- Brown Pintail; Chilean Pintail (Anas georgica spinicauda - Vieillot, 1816) - By some authorities considered a separate species
- Range: Widespread on the South American mainland from extreme southern Colombia south to Tierra del Fuego, and eastwards to eastern Argentina and Falkland Islands.Population estimate: Over 110,000ID: Brown head and long neck with fine black mottling. Paler and plainer throat and foreneck. Plumage mostly buff-brown with dark brown-black centers to feathers. Spotted chest. Paler and fewer markings on belly. Plumage above is brown-black with buff edges. The wings are grey-brown, greater wing feathers are buff-tipped, secondary wing feathers are glossy black with buff tips. Glossy black speculum (wing patch) edged with buff. Female slightly duller with whiter central abdomen. Secondary wing feathers a duller black-brown. .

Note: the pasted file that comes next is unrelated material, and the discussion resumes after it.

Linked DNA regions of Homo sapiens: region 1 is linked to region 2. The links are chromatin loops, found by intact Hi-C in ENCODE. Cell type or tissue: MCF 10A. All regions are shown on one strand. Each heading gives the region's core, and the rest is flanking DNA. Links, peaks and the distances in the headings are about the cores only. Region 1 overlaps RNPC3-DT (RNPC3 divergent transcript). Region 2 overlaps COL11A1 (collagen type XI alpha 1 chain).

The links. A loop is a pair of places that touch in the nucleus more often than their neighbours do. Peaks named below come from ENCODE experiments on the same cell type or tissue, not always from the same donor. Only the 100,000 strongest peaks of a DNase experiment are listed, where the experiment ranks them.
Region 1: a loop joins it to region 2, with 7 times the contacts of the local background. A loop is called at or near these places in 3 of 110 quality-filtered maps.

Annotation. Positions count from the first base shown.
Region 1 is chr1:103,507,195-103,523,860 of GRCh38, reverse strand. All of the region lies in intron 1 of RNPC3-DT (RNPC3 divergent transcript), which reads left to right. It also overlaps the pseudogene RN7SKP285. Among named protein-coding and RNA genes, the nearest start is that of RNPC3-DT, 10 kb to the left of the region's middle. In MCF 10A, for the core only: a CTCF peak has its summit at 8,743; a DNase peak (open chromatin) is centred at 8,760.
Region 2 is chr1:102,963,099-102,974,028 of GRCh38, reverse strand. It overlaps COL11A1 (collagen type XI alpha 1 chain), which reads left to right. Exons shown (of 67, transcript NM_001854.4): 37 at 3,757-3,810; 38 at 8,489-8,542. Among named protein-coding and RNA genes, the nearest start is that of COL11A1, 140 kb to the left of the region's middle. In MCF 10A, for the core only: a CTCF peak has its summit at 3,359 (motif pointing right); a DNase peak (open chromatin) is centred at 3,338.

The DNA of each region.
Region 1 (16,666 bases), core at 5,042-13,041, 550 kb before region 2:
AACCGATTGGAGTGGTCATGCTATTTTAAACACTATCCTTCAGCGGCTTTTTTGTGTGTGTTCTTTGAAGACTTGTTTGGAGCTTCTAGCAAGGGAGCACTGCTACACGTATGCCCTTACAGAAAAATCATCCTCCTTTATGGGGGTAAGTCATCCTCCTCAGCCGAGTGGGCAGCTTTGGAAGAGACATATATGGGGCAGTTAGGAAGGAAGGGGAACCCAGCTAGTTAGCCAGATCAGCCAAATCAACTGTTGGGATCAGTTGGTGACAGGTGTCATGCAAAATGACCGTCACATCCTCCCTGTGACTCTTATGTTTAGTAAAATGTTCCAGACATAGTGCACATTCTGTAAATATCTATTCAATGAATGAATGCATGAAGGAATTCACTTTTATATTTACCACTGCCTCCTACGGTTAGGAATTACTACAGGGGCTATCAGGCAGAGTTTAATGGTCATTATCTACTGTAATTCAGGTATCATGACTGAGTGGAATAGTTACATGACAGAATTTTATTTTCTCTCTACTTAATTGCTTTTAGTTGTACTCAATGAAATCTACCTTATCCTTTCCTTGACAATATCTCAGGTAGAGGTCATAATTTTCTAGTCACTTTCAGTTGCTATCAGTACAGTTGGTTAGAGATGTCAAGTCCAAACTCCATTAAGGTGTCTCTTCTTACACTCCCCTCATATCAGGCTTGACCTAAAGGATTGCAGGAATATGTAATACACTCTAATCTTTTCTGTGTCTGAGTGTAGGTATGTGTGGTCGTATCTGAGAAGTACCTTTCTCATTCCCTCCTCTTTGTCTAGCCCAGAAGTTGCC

- Niceforo's Pintail (Anas georgica niceforoi - Wetmore and Borrero, 1946) - believed to be extinct
- Range: Formerly found in central ColombiaStatus: By 1956, believed to be extinct. Last specimen recorded in 1952.ID: Darker plumage than "spinicauda" described above. There was more streaking on the head and neck. The crown was dark brown and the tail was shorter.
The Yellow-billed Pintail measures 17 - 22 inches (43 - 55 cm) in length - including the tail.
It has a brown head and neck, and a bright yellow bill with a black tip and a black stripe down the middle. The pointed tail is brownish. The upper wing is greyish-brown, and the secondary wing feathers are blackish-green. The rest of the plumage is buffish brown with varying size black spots.
- The Yellow-billed Pintail resembles the Speckled (Yellow-billed) Teal, but can be differentiated by its larger size, longer neck, and the yellow stripes on its bill.
Breeding / Nesting
The female alone builds the nest, which is usually a platform of stems lined with grass and feather down placed on the ground. The nest is usually well hidden in vegetation and located close to water.
The female alone builds the nest, which is usually a platform of stems lined with grass and feather down placed on teh ground. The nest is usually well hidden in vegetation and located close to water.